How can I be a better ally to POC women and non-binary doc professionals and support BGDM overall?
Thanks for asking! Here are our thoughts on ways to be a better ally:
- Everyone has privileges that they should interrogate and process. If you are white and working in documentary, we ask that you please interrogate and process your understanding of privilege, but do so away from people of color. It is incredibly difficult, exhausting, and often traumatizing for POC to be called upon to facilitate this exploration for white people. Please do the work to seek out helpful resources, and build conversations with other white folks who are also actively engaging with their identities and are looking for ways to improve their impact on the culture of the documentary field and society overall.
- Actively seek out friendship, collaboration, and professional services amongst women and non-binary people of color on a consistent basis, not only when you need to staff up with diverse candidates.
- Find ways to uplift the voices and visions of women and non-binary doc professionals of color in all creative and professional contexts. Note that uplifting may need to manifest itself as stepping back or aside, or relinquishing your power, access, or opportunity to someone else.
- Once you’ve made some progress in interrogating your privilege and when you’ve organically cultivated friends and work colleagues of color—and once you’ve gained their trust and mutual respect—then you can seek their counsel and talk to them about the diversity challenges you’re seeing on your set, in the office, or on your tracking list. It’s important that you learn how to recognize the issues yourself, take the step to speak out against them, and do the work to create meaningful change that is informed by the needs that people of color have expressed.
- Don’t leave it up to people of color or women and non-binary individuals to question why an event, conversation, or pool of applicants isn’t diverse, and don’t leave it up to us to do something about it. Please be accountable for your/the field’s intentions, actions, and mistakes. Please step up to take responsibility when it’s the right thing to do, find a genuine way to apologize and reduce harm, and collaborate with this community to move forward. Then keep engaging - consistency and honest organic connection over long periods of time is key.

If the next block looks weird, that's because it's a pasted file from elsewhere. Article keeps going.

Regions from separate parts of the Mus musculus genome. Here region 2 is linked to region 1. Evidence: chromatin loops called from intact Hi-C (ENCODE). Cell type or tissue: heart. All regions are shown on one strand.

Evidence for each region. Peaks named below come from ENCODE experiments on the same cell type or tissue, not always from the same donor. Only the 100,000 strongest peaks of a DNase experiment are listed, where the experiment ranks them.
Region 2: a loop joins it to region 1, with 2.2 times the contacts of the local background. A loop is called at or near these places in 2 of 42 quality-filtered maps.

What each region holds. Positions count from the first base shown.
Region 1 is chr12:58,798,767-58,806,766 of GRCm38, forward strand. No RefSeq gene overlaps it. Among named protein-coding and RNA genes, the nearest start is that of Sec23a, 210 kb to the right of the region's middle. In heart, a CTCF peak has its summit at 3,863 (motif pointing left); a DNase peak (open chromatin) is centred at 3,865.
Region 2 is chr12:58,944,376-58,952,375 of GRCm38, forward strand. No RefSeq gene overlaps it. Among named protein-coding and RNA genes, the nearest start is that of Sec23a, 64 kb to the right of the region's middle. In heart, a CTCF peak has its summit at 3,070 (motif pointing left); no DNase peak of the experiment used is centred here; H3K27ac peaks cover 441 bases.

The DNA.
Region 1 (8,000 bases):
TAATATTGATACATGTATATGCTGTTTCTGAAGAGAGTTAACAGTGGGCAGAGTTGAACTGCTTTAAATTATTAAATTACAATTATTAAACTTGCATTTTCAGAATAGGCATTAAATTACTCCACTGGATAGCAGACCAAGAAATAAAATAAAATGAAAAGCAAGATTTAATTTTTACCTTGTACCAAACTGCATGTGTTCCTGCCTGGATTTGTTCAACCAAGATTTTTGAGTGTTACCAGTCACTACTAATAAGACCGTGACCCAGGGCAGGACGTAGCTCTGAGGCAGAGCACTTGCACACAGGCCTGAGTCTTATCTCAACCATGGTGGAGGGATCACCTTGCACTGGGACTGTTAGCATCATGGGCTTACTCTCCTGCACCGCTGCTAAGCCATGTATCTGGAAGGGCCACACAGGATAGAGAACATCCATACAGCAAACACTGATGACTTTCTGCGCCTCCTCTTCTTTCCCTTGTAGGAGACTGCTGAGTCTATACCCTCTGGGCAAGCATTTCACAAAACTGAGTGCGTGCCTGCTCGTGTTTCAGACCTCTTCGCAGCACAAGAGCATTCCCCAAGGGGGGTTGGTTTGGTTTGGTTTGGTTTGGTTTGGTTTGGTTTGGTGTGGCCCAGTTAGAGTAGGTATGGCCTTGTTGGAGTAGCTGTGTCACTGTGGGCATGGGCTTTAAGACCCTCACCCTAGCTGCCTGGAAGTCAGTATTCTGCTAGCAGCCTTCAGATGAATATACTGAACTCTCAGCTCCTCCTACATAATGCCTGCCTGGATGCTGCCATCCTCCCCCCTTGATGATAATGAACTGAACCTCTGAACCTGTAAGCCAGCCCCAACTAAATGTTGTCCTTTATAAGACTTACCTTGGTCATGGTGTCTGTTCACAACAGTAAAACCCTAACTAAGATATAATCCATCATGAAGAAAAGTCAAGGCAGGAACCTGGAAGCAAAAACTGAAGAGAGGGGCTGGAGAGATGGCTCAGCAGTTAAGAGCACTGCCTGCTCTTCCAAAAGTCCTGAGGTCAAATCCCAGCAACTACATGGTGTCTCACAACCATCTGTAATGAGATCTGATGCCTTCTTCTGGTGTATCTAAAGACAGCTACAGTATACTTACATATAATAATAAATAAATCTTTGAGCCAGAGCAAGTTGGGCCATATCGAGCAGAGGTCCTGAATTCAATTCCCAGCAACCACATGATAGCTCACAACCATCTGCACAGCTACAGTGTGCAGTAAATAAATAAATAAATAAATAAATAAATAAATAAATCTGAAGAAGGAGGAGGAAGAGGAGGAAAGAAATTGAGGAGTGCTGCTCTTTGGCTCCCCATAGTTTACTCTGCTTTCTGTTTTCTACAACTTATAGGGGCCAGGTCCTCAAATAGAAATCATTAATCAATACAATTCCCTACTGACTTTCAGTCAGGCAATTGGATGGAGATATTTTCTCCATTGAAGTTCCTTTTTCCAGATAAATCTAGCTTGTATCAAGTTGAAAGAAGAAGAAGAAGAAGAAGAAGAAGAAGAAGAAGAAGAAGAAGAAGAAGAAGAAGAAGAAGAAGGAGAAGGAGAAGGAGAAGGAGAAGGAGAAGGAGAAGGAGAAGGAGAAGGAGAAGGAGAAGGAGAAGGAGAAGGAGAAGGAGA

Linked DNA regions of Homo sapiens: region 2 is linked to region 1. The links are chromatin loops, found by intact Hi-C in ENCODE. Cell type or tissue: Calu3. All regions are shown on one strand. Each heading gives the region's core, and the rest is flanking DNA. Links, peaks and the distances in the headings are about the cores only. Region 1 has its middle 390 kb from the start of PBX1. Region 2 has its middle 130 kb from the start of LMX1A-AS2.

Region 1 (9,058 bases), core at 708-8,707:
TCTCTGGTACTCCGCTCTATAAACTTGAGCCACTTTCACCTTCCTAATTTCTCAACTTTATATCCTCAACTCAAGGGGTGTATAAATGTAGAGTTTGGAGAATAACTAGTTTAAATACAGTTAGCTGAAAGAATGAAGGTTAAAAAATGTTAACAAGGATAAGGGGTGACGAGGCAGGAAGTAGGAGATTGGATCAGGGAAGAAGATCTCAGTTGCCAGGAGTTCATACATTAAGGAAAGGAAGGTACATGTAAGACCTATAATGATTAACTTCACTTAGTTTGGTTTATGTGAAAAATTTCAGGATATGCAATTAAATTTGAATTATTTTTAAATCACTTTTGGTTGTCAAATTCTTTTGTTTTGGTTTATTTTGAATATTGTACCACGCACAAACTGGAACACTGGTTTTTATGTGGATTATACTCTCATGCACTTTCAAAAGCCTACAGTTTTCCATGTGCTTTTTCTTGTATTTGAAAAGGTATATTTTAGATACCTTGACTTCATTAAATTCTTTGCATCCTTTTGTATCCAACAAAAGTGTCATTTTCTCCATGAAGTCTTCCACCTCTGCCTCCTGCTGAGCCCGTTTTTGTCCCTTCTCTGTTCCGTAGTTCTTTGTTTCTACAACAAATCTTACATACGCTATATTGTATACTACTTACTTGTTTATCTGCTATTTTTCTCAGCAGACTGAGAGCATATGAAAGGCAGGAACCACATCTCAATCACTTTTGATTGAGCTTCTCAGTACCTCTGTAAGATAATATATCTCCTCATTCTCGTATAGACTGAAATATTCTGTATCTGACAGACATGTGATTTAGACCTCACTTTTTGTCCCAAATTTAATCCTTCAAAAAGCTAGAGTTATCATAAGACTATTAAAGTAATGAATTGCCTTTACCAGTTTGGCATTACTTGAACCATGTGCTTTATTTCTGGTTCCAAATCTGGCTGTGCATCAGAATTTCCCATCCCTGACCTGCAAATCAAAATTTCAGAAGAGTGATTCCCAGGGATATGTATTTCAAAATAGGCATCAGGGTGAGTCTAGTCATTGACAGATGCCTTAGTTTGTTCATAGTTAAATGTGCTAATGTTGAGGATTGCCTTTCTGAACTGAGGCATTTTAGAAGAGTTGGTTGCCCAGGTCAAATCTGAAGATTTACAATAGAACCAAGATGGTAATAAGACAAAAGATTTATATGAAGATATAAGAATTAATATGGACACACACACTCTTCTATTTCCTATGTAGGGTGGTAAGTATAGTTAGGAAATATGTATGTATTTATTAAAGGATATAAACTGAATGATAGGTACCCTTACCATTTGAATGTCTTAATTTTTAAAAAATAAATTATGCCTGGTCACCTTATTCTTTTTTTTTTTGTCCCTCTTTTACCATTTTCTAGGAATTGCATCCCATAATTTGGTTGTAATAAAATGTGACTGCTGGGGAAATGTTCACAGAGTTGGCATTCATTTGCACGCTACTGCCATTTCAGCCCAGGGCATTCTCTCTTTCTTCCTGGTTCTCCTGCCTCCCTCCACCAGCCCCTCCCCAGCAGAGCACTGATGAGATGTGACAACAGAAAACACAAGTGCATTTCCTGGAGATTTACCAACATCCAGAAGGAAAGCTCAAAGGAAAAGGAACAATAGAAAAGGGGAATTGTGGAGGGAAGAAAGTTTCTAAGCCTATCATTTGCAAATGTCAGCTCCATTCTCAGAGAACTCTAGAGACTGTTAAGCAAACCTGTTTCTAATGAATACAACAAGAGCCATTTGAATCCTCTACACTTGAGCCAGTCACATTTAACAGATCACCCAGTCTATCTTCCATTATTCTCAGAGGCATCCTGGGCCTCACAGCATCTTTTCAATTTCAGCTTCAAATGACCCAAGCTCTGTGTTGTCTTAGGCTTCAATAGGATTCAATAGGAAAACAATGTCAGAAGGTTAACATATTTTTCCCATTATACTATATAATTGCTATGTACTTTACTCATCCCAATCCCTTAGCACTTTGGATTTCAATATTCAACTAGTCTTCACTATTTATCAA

- Note that the work of radical change and true shifts in culture require everyone to be patient, flexible, and, at times, uncomfortable. Please be energetic, focused, and excited to meet these challenges. Listen deeply!
- Overall: Check your privilege, be genuine, be mindful, plan ahead, do the work, be outspoken for this community, be flexible, seek council, and hold yourself and others like you accountable!
How to directly support BGDM:
- Befriend, collaborate, and hire our members! Follow our public Facebook page to learn about the public events we’ll be at.
- Use our member database to build your roster of filmmakers to track and support, crews to build, fellowships to fill, programmers to hire, etc.
- Invite us to your film festival or doc event! Offer support for our members with travel/accommodation needs, ask us to be on panels (and not just the one’s about diversity!), connect us to your industry delegates on the ground, and make us feel welcome.
- Reach out to us to build a mutually beneficial partnership or custom program.
- Donate to BGDM yourself, pitch us to funders you are connected to and please send funding opportunities our way!
- If you are a funder, distributor, programmer, or other industry stakeholder, make yourself available to meet with our members to build relationships and offer them access, resources and support they might not otherwise receive.